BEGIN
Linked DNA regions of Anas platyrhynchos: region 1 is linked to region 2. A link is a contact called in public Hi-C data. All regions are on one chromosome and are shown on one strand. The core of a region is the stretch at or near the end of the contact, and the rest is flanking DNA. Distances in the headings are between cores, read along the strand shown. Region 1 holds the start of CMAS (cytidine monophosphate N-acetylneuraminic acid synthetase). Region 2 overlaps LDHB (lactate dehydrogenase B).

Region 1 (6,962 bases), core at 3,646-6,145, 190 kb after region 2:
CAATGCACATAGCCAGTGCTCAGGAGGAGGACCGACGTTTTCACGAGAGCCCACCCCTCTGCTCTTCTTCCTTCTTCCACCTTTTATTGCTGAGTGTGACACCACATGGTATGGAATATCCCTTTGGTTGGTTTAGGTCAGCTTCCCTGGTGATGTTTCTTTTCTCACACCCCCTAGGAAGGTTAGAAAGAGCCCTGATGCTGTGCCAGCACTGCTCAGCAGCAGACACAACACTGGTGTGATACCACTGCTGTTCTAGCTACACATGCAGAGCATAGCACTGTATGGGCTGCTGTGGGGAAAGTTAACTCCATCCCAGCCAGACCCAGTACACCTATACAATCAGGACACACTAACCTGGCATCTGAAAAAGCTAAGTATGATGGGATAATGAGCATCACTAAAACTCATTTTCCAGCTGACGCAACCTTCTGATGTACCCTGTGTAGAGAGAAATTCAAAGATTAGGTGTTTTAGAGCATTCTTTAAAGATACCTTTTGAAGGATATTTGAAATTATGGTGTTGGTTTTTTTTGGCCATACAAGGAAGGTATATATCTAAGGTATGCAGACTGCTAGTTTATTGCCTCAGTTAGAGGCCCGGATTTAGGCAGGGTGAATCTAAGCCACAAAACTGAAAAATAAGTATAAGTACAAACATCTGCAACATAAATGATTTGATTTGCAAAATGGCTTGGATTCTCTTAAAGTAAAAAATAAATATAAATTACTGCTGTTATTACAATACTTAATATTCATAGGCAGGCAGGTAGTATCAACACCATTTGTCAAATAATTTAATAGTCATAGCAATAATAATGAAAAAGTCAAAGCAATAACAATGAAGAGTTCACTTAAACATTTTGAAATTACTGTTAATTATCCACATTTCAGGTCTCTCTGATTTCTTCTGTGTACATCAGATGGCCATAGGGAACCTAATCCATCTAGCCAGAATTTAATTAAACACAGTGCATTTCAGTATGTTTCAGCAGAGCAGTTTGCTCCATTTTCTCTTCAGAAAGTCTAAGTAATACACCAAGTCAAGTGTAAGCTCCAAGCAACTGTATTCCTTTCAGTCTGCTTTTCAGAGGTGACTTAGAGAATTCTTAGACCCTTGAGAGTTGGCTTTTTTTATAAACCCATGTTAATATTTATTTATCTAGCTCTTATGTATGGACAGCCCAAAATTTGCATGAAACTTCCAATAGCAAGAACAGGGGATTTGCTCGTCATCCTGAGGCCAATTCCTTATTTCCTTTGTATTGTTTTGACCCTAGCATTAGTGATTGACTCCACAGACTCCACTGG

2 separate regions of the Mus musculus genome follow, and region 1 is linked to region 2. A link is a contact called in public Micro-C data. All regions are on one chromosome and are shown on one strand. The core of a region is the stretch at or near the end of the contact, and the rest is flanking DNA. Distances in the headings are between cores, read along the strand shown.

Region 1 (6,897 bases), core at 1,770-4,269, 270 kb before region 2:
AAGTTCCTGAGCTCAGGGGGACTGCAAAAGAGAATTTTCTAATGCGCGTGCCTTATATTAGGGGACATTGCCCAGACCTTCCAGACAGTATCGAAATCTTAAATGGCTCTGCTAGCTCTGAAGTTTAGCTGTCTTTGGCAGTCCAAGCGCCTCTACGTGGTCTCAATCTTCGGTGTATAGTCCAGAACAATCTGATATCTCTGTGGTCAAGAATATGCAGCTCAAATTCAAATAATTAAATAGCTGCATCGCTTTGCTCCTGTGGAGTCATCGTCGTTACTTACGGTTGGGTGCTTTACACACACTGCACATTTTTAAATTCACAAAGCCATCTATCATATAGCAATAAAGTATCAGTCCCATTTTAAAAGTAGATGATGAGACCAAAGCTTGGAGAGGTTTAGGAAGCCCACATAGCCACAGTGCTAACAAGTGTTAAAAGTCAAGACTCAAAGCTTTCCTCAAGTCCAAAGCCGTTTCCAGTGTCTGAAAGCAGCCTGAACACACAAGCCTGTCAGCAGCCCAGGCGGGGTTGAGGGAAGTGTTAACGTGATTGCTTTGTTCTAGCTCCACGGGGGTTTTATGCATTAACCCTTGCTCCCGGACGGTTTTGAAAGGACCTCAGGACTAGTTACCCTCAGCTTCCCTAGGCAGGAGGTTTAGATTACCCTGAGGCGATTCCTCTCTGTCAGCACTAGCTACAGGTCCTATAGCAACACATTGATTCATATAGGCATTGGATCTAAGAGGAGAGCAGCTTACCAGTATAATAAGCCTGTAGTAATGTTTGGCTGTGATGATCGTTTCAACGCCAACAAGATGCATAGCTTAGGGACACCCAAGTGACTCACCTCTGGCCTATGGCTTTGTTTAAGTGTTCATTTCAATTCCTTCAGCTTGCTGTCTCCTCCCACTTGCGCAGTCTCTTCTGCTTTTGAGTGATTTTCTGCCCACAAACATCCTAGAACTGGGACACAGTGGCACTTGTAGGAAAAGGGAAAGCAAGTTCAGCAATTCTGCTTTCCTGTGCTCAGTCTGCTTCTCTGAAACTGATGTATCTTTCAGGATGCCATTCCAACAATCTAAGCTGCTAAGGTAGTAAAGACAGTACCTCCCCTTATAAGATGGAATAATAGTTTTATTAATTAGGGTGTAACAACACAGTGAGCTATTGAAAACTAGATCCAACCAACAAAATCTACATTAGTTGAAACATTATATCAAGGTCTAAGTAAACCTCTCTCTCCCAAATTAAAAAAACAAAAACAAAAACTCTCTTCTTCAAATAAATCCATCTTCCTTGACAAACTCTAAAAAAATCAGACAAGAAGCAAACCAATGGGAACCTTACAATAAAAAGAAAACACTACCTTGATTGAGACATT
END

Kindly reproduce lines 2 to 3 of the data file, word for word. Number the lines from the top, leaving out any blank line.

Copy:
Region 1 (6,962 bases), core at 3,646-6,145, 190 kb after region 2:
CAATGCACATAGCCAGTGCTCAGGAGGAGGACCGACGTTTTCACGAGAGCCCACCCCTCTGCTCTTCTTCCTTCTTCCACCTTTTATTGCTGAGTGTGACACCACATGGTATGGAATATCCCTTTGGTTGGTTTAGGTCAGCTTCCCTGGTGATGTTTCTTTTCTCACACCCCCTAGGAAGGTTAGAAAGAGCCCTGATGCTGTGCCAGCACTGCTCAGCAGCAGACACAACACTGGTGTGATACCACTGCTGTTCTAGCTACACATGCAGAGCATAGCACTGTATGGGCTGCTGTGGGGAAAGTTAACTCCATCCCAGCCAGACCCAGTACACCTATACAATCAGGACACACTAACCTGGCATCTGAAAAAGCTAAGTATGATGGGATAATGAGCATCACTAAAACTCATTTTCCAGCTGACGCAACCTTCTGATGTACCCTGTGTAGAGAGAAATTCAAAGATTAGGTGTTTTAGAGCATTCTTTAAAGATACCTTTTGAAGGATATTTGAAATTATGGTGTTGGTTTTTTTTGGCCATACAAGGAAGGTATATATCTAAGGTATGCAGACTGCTAGTTTATTGCCTCAGTTAGAGGCCCGGATTTAGGCAGGGTGAATCTAAGCCACAAAACTGAAAAATAAGTATAAGTACAAACATCTGCAACATAAATGATTTGATTTGCAAAATGGCTTGGATTCTCTTAAAGTAAAAAATAAATATAAATTACTGCTGTTATTACAATACTTAATATTCATAGGCAGGCAGGTAGTATCAACACCATTTGTCAAATAATTTAATAGTCATAGCAATAATAATGAAAAAGTCAAAGCAATAACAATGAAGAGTTCACTTAAACATTTTGAAATTACTGTTAATTATCCACATTTCAGGTCTCTCTGATTTCTTCTGTGTACATCAGATGGCCATAGGGAACCTAATCCATCTAGCCAGAATTTAATTAAACACAGTGCATTTCAGTATGTTTCAGCAGAGCAGTTTGCTCCATTTTCTCTTCAGAAAGTCTAAGTAATACACCAAGTCAAGTGTAAGCTCCAAGCAACTGTATTCCTTTCAGTCTGCTTTTCAGAGGTGACTTAGAGAATTCTTAGACCCTTGAGAGTTGGCTTTTTTTATAAACCCATGTTAATATTTATTTATCTAGCTCTTATGTATGGACAGCCCAAAATTTGCATGAAACTTCCAATAGCAAGAACAGGGGATTTGCTCGTCATCCTGAGGCCAATTCCTTATTTCCTTTGTATTGTTTTGACCCTAGCATTAGTGATTGACTCCACAGACTCCACTGG